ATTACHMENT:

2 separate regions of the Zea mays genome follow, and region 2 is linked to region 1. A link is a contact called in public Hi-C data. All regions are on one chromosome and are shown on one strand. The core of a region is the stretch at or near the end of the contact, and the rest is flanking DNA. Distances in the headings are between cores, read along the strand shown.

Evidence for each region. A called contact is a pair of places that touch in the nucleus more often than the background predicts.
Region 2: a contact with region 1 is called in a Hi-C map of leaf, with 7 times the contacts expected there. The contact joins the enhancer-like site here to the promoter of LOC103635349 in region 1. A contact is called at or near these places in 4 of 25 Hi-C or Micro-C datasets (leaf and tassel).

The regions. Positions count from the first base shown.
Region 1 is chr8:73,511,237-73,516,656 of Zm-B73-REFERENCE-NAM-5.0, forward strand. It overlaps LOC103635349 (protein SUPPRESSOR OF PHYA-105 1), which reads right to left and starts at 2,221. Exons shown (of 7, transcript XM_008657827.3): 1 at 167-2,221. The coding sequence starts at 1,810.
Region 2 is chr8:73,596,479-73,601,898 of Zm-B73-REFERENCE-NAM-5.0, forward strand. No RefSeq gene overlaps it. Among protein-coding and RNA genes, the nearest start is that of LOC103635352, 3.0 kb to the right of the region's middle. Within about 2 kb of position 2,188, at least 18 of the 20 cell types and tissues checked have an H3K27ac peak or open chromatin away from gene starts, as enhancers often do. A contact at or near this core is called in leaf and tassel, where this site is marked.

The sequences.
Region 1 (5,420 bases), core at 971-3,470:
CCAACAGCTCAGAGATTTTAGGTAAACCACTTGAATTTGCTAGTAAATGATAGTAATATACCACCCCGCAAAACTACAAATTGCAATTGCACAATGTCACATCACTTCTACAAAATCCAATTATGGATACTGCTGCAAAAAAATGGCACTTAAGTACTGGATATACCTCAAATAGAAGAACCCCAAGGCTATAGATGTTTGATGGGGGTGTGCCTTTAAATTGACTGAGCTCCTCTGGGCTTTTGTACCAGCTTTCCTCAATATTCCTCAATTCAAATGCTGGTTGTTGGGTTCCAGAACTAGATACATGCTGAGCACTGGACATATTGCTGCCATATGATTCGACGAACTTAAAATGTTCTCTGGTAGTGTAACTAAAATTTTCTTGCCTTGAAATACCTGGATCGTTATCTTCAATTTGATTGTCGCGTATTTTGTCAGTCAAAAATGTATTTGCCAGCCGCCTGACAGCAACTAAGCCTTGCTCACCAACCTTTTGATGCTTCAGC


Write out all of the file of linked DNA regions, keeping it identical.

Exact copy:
2 separate regions of the Zea mays genome follow, and region 2 is linked to region 1. A link is a contact called in public Hi-C data. All regions are on one chromosome and are shown on one strand. The core of a region is the stretch at or near the end of the contact, and the rest is flanking DNA. Distances in the headings are between cores, read along the strand shown.

Evidence for each region. A called contact is a pair of places that touch in the nucleus more often than the background predicts.
Region 2: a contact with region 1 is called in a Hi-C map of leaf, with 7 times the contacts expected there. The contact joins the enhancer-like site here to the promoter of LOC103635349 in region 1. A contact is called at or near these places in 4 of 25 Hi-C or Micro-C datasets (leaf and tassel).

The regions. Positions count from the first base shown.
Region 1 is chr8:73,511,237-73,516,656 of Zm-B73-REFERENCE-NAM-5.0, forward strand. It overlaps LOC103635349 (protein SUPPRESSOR OF PHYA-105 1), which reads right to left and starts at 2,221. Exons shown (of 7, transcript XM_008657827.3): 1 at 167-2,221. The coding sequence starts at 1,810.
Region 2 is chr8:73,596,479-73,601,898 of Zm-B73-REFERENCE-NAM-5.0, forward strand. No RefSeq gene overlaps it. Among protein-coding and RNA genes, the nearest start is that of LOC103635352, 3.0 kb to the right of the region's middle. Within about 2 kb of position 2,188, at least 18 of the 20 cell types and tissues checked have an H3K27ac peak or open chromatin away from gene starts, as enhancers often do. A contact at or near this core is called in leaf and tassel, where this site is marked.

The sequences.
Region 1 (5,420 bases), core at 971-3,470:
CCAACAGCTCAGAGATTTTAGGTAAACCACTTGAATTTGCTAGTAAATGATAGTAATATACCACCCCGCAAAACTACAAATTGCAATTGCACAATGTCACATCACTTCTACAAAATCCAATTATGGATACTGCTGCAAAAAAATGGCACTTAAGTACTGGATATACCTCAAATAGAAGAACCCCAAGGCTATAGATGTTTGATGGGGGTGTGCCTTTAAATTGACTGAGCTCCTCTGGGCTTTTGTACCAGCTTTCCTCAATATTCCTCAATTCAAATGCTGGTTGTTGGGTTCCAGAACTAGATACATGCTGAGCACTGGACATATTGCTGCCATATGATTCGACGAACTTAAAATGTTCTCTGGTAGTGTAACTAAAATTTTCTTGCCTTGAAATACCTGGATCGTTATCTTCAATTTGATTGTCGCGTATTTTGTCAGTCAAAAATGTATTTGCCAGCCGCCTGACAGCAACTAAGCCTTGCTCACCAACCTTTTGATGCTTCAGC